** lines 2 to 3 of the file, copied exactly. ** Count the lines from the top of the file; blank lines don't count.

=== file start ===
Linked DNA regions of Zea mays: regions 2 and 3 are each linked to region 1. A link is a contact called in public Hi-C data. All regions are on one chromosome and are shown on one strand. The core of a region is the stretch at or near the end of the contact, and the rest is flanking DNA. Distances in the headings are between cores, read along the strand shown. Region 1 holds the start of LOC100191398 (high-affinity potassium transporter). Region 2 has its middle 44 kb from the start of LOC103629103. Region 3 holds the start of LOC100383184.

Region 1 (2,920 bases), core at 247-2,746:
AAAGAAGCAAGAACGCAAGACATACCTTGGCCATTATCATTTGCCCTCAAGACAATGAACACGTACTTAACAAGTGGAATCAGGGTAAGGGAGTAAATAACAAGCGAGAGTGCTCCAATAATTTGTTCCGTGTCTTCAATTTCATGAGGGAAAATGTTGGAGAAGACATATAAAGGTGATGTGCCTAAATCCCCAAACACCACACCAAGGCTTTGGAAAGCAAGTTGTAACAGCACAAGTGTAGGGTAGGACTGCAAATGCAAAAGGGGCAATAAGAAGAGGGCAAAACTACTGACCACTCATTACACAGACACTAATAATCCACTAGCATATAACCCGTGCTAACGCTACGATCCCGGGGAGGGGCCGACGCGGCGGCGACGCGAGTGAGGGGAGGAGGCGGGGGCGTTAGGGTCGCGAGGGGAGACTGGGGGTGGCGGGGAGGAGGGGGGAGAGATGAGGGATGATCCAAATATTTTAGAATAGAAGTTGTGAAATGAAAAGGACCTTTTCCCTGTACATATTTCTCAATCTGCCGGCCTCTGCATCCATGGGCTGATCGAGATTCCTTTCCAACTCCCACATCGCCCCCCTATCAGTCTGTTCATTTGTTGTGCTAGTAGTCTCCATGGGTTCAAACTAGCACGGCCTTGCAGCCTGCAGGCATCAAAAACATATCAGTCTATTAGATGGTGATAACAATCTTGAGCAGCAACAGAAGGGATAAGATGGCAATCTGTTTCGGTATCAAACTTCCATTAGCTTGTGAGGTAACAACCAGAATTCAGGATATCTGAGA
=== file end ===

Region 1 (2,920 bases), core at 247-2,746:
AAAGAAGCAAGAACGCAAGACATACCTTGGCCATTATCATTTGCCCTCAAGACAATGAACACGTACTTAACAAGTGGAATCAGGGTAAGGGAGTAAATAACAAGCGAGAGTGCTCCAATAATTTGTTCCGTGTCTTCAATTTCATGAGGGAAAATGTTGGAGAAGACATATAAAGGTGATGTGCCTAAATCCCCAAACACCACACCAAGGCTTTGGAAAGCAAGTTGTAACAGCACAAGTGTAGGGTAGGACTGCAAATGCAAAAGGGGCAATAAGAAGAGGGCAAAACTACTGACCACTCATTACACAGACACTAATAATCCACTAGCATATAACCCGTGCTAACGCTACGATCCCGGGGAGGGGCCGACGCGGCGGCGACGCGAGTGAGGGGAGGAGGCGGGGGCGTTAGGGTCGCGAGGGGAGACTGGGGGTGGCGGGGAGGAGGGGGGAGAGATGAGGGATGATCCAAATATTTTAGAATAGAAGTTGTGAAATGAAAAGGACCTTTTCCCTGTACATATTTCTCAATCTGCCGGCCTCTGCATCCATGGGCTGATCGAGATTCCTTTCCAACTCCCACATCGCCCCCCTATCAGTCTGTTCATTTGTTGTGCTAGTAGTCTCCATGGGTTCAAACTAGCACGGCCTTGCAGCCTGCAGGCATCAAAAACATATCAGTCTATTAGATGGTGATAACAATCTTGAGCAGCAACAGAAGGGATAAGATGGCAATCTGTTTCGGTATCAAACTTCCATTAGCTTGTGAGGTAACAACCAGAATTCAGGATATCTGAGA